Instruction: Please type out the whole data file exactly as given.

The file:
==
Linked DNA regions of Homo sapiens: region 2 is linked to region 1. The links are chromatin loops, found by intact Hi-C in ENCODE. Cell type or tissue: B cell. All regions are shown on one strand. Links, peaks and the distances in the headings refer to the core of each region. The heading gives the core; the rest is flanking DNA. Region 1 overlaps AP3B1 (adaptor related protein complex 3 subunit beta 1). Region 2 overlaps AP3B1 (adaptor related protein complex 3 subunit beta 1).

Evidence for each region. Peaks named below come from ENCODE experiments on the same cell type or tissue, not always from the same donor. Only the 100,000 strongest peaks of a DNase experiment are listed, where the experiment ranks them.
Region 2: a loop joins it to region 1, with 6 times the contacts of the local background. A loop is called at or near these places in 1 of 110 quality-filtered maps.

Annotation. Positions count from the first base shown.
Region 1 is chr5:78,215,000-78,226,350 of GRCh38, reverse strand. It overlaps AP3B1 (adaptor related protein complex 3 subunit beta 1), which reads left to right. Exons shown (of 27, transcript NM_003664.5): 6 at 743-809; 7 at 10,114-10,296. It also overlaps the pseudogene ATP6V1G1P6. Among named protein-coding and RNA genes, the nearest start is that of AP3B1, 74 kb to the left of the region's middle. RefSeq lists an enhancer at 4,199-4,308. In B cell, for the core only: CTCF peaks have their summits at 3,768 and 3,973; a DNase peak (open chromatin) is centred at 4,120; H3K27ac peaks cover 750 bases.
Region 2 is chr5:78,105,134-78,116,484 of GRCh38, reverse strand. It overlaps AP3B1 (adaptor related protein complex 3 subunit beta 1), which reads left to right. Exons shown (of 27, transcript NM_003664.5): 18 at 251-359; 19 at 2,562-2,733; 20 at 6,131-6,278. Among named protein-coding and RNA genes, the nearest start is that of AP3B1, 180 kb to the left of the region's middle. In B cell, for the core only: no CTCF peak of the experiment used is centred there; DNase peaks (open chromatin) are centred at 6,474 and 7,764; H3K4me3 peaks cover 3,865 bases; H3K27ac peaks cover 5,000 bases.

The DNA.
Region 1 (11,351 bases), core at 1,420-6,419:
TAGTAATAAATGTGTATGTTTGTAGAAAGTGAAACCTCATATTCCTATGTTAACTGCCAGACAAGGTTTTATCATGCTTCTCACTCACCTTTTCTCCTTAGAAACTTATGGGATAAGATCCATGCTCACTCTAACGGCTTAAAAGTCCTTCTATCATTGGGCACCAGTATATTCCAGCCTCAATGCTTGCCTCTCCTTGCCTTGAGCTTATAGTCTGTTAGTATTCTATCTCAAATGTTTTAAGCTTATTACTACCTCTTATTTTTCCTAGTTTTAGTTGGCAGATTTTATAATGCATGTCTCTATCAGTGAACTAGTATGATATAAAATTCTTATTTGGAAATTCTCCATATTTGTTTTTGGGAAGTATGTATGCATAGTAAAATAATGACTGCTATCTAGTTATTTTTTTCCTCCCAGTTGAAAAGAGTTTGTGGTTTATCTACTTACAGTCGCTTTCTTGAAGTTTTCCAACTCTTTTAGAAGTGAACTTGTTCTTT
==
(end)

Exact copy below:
Linked DNA regions of Homo sapiens: region 2 is linked to region 1. The links are chromatin loops, found by intact Hi-C in ENCODE. Cell type or tissue: B cell. All regions are shown on one strand. Links, peaks and the distances in the headings refer to the core of each region. The heading gives the core; the rest is flanking DNA. Region 1 overlaps AP3B1 (adaptor related protein complex 3 subunit beta 1). Region 2 overlaps AP3B1 (adaptor related protein complex 3 subunit beta 1).

Evidence for each region. Peaks named below come from ENCODE experiments on the same cell type or tissue, not always from the same donor. Only the 100,000 strongest peaks of a DNase experiment are listed, where the experiment ranks them.
Region 2: a loop joins it to region 1, with 6 times the contacts of the local background. A loop is called at or near these places in 1 of 110 quality-filtered maps.

Annotation. Positions count from the first base shown.
Region 1 is chr5:78,215,000-78,226,350 of GRCh38, reverse strand. It overlaps AP3B1 (adaptor related protein complex 3 subunit beta 1), which reads left to right. Exons shown (of 27, transcript NM_003664.5): 6 at 743-809; 7 at 10,114-10,296. It also overlaps the pseudogene ATP6V1G1P6. Among named protein-coding and RNA genes, the nearest start is that of AP3B1, 74 kb to the left of the region's middle. RefSeq lists an enhancer at 4,199-4,308. In B cell, for the core only: CTCF peaks have their summits at 3,768 and 3,973; a DNase peak (open chromatin) is centred at 4,120; H3K27ac peaks cover 750 bases.
Region 2 is chr5:78,105,134-78,116,484 of GRCh38, reverse strand. It overlaps AP3B1 (adaptor related protein complex 3 subunit beta 1), which reads left to right. Exons shown (of 27, transcript NM_003664.5): 18 at 251-359; 19 at 2,562-2,733; 20 at 6,131-6,278. Among named protein-coding and RNA genes, the nearest start is that of AP3B1, 180 kb to the left of the region's middle. In B cell, for the core only: no CTCF peak of the experiment used is centred there; DNase peaks (open chromatin) are centred at 6,474 and 7,764; H3K4me3 peaks cover 3,865 bases; H3K27ac peaks cover 5,000 bases.

The DNA.
Region 1 (11,351 bases), core at 1,420-6,419:
TAGTAATAAATGTGTATGTTTGTAGAAAGTGAAACCTCATATTCCTATGTTAACTGCCAGACAAGGTTTTATCATGCTTCTCACTCACCTTTTCTCCTTAGAAACTTATGGGATAAGATCCATGCTCACTCTAACGGCTTAAAAGTCCTTCTATCATTGGGCACCAGTATATTCCAGCCTCAATGCTTGCCTCTCCTTGCCTTGAGCTTATAGTCTGTTAGTATTCTATCTCAAATGTTTTAAGCTTATTACTACCTCTTATTTTTCCTAGTTTTAGTTGGCAGATTTTATAATGCATGTCTCTATCAGTGAACTAGTATGATATAAAATTCTTATTTGGAAATTCTCCATATTTGTTTTTGGGAAGTATGTATGCATAGTAAAATAATGACTGCTATCTAGTTATTTTTTTCCTCCCAGTTGAAAAGAGTTTGTGGTTTATCTACTTACAGTCGCTTTCTTGAAGTTTTCCAACTCTTTTAGAAGTGAACTTGTTCTTT